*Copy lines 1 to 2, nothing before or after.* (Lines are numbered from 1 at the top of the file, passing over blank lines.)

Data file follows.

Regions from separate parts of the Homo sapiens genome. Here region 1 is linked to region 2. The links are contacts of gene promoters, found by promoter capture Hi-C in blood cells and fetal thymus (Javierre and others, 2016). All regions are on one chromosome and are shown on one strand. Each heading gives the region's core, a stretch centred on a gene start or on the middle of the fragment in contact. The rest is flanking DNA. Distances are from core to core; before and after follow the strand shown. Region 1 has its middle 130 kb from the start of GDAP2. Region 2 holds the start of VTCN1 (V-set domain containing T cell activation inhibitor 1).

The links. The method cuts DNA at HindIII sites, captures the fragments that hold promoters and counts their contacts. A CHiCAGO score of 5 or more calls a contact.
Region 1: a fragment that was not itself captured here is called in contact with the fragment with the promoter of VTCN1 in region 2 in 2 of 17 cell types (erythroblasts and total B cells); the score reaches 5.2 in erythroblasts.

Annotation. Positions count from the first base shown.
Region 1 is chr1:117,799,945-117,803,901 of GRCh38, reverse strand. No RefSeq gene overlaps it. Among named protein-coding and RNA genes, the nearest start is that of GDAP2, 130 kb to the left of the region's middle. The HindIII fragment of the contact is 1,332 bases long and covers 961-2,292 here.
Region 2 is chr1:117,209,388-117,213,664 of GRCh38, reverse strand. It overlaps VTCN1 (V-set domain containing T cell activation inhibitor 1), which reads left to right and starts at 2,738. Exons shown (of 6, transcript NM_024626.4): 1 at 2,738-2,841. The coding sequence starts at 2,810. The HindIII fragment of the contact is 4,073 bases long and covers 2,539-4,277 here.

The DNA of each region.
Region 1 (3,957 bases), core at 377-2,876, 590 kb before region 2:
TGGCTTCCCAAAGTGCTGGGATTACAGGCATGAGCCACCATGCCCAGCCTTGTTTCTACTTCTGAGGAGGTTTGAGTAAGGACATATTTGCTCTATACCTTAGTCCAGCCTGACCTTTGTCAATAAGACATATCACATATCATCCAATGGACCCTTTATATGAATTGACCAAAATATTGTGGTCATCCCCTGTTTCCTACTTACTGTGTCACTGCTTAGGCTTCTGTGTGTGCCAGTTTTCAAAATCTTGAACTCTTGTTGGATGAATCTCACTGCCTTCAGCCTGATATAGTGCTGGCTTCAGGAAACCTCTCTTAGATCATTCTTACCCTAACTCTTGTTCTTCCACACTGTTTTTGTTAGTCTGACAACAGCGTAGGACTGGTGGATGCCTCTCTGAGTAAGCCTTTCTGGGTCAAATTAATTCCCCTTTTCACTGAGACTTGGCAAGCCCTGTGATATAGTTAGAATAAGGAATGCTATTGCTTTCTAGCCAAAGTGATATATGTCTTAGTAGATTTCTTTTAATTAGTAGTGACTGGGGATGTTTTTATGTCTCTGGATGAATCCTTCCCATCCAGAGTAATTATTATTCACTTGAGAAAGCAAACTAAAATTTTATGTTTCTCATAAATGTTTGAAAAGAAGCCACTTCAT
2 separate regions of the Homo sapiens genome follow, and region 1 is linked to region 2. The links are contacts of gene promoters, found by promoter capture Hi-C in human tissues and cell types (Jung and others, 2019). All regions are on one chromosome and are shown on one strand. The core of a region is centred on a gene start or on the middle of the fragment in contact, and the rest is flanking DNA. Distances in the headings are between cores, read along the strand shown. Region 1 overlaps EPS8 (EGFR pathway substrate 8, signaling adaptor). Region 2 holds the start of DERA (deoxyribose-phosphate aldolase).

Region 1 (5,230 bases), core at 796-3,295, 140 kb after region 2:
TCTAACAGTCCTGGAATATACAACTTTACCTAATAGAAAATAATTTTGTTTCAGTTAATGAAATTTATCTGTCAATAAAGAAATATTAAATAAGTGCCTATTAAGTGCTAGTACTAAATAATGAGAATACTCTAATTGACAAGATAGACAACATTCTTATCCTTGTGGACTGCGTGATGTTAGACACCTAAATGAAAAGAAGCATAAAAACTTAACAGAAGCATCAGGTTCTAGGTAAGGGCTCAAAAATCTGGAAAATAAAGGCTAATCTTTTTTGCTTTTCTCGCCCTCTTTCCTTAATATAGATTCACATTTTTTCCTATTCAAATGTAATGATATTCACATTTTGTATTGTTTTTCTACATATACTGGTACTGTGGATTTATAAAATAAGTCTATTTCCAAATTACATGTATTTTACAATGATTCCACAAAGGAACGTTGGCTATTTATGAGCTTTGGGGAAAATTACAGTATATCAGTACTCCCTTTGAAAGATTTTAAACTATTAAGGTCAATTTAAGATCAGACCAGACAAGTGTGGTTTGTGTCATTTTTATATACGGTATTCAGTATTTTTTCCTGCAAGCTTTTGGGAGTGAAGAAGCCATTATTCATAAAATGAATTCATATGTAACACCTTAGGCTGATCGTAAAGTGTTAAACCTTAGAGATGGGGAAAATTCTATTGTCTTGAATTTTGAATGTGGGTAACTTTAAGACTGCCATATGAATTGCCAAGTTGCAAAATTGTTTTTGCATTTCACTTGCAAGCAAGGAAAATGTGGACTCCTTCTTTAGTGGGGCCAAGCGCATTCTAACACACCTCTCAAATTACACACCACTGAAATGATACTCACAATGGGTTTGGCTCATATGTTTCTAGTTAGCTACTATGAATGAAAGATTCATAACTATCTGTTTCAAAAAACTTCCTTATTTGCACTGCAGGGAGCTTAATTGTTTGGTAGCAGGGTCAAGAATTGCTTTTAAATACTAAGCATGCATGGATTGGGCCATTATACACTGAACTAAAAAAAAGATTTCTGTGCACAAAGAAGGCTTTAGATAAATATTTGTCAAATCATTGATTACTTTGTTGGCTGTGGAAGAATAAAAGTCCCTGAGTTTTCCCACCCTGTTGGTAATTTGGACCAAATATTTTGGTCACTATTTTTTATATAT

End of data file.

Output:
Regions from separate parts of the Homo sapiens genome. Here region 1 is linked to region 2. The links are contacts of gene promoters, found by promoter capture Hi-C in blood cells and fetal thymus (Javierre and others, 2016). All regions are on one chromosome and are shown on one strand. Each heading gives the region's core, a stretch centred on a gene start or on the middle of the fragment in contact. The rest is flanking DNA. Distances are from core to core; before and after follow the strand shown. Region 1 has its middle 130 kb from the start of GDAP2. Region 2 holds the start of VTCN1 (V-set domain containing T cell activation inhibitor 1).

The links. The method cuts DNA at HindIII sites, captures the fragments that hold promoters and counts their contacts. A CHiCAGO score of 5 or more calls a contact.